La Cité


As was the case with the 19th century Eastern European fantasy “Le Marais” and the absurd B-movie homage “Truffe”, Kim Nguyen‘s latest feature is visually remarkable, proving furthermore that he’s one of the most gifted directors working in Québec nowadays. Alas, “La Cité” also reminds us that as a writer, Nguyen leaves much to be desired. It’s one of the mysteries of our local cinema how so many filmmakers seem convinced that it ain’t enough to just display their mise en scène skills, they also have to be penning their own screenplays, even though it’s clearly not their forte. Whereas in the US, guys like Spielberg and Scorsese have no problem translating other people’s words into images, trusting that their vision as auteurs will shine through nonetheless.

“La Cité” takes place in 1885, in an ominous ancient city surrounded by mountains and desert lands, where Maxime Vincent (Jean-Marc Barr), a doctor who’s aching to return home after years spent watching men get injured and killed on battlefields in North Africa, will find himself stuck for who knows how long because of the tensions between the native Herenites and the French colonial authorities, which will become exacerbated after a bubonic plague outbreak.

Between its premise’s inherent dramatic potential and its amazing setting, Nguyen’s film should be a gripping, fascinating watch. Alas, events are either rushed or needlessly stretched out, the themes and characters are developed only through tacked-on expositional dialogue, and while various elements recall Camus’ “La Peste” or classic films such as “Casablanca”, these nods (intentional or not) always remain inconsequential. The same goes for the way it purposefully sets itself up as an allegory for the Israel-Palestine situation and other Middle Eastern conflicts, current or ancient.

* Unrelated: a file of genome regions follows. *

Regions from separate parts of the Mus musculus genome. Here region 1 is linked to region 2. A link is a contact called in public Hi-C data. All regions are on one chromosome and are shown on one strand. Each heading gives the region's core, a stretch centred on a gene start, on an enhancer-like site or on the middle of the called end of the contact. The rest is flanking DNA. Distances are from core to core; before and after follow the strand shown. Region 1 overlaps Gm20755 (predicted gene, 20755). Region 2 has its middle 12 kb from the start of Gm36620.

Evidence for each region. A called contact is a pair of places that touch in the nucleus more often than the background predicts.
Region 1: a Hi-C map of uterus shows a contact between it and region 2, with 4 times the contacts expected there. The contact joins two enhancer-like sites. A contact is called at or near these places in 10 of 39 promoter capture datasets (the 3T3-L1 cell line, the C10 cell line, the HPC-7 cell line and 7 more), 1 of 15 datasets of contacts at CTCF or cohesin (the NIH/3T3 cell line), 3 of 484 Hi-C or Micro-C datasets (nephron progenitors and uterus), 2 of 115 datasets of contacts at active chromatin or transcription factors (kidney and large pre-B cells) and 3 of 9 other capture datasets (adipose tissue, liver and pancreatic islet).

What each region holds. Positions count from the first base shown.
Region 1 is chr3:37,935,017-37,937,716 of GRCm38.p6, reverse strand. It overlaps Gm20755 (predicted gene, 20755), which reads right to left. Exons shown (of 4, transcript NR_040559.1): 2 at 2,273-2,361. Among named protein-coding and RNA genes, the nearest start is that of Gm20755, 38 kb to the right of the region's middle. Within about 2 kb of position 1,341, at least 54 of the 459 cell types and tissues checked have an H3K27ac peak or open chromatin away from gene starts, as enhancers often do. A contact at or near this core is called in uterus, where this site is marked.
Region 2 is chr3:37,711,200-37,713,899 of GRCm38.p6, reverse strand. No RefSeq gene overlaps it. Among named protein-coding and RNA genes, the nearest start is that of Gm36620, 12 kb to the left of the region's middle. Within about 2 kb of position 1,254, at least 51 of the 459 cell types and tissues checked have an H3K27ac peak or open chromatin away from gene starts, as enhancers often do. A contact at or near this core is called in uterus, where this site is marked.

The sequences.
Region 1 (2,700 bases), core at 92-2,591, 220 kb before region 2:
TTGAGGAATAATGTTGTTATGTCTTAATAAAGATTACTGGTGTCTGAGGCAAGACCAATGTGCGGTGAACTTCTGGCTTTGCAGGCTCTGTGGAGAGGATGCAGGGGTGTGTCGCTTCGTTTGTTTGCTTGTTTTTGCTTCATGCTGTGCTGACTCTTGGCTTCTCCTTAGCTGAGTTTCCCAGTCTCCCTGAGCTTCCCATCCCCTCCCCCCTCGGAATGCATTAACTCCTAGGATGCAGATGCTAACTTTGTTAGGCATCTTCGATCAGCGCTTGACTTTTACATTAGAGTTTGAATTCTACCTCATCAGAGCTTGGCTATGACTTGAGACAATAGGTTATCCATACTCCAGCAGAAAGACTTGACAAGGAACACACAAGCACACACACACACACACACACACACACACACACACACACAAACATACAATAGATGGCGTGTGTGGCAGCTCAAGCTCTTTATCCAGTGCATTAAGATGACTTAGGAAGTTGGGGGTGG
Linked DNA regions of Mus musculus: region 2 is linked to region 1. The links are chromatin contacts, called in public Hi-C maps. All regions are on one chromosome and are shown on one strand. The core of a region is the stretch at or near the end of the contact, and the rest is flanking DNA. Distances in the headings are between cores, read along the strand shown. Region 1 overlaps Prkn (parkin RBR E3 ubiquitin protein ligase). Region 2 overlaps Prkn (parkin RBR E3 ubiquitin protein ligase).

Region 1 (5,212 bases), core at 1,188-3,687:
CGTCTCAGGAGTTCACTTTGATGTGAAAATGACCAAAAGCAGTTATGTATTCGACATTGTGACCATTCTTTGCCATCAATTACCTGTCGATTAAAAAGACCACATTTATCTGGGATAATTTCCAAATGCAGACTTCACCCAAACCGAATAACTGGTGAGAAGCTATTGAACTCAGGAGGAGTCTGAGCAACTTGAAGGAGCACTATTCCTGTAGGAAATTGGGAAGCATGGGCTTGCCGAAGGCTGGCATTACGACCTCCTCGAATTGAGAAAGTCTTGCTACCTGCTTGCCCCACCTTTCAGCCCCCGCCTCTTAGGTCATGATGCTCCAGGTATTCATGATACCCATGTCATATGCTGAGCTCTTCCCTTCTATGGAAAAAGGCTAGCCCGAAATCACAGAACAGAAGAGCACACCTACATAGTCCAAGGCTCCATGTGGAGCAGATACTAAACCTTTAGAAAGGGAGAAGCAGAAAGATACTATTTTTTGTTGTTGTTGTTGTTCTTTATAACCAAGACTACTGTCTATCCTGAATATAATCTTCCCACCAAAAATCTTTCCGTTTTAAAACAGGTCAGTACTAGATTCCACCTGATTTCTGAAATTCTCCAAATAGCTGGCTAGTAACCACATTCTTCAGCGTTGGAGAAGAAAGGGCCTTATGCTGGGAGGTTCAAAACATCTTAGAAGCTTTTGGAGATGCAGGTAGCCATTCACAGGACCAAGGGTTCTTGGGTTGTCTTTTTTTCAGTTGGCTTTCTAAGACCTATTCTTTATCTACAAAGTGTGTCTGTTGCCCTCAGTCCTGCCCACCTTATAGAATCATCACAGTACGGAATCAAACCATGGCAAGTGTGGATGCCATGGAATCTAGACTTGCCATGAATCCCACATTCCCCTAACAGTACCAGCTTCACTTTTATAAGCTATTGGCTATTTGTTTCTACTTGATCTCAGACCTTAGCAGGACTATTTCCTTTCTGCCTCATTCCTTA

All the same, “La Cité” might still have worked as an exercise in style or as an unassuming homage to old-fashioned adventure tales. But while the style does seem influenced by bandes dessinées à la “Tintin” and the same serials that inspired the “Indiana Jones” flicks, the movie is lacking any sense of humor, wonder or excitement.

I really hate to have to do this again, because I truly believe Kim Nguyen is one of our most interesting filmmakers. Given the right material, or at least if he accepted to collaborate with an established screenwriter to properly flesh out his ideas, I’m sure he could deliver a great picture. In all three of his features, there are memorable sights, effective little individual moments and solid performances (here, beside Barr, Claude Legault also does good work, though his accent is shaky). But the storytelling just doesn’t cut it and we never really care about the characters. It’s a shame, it really is.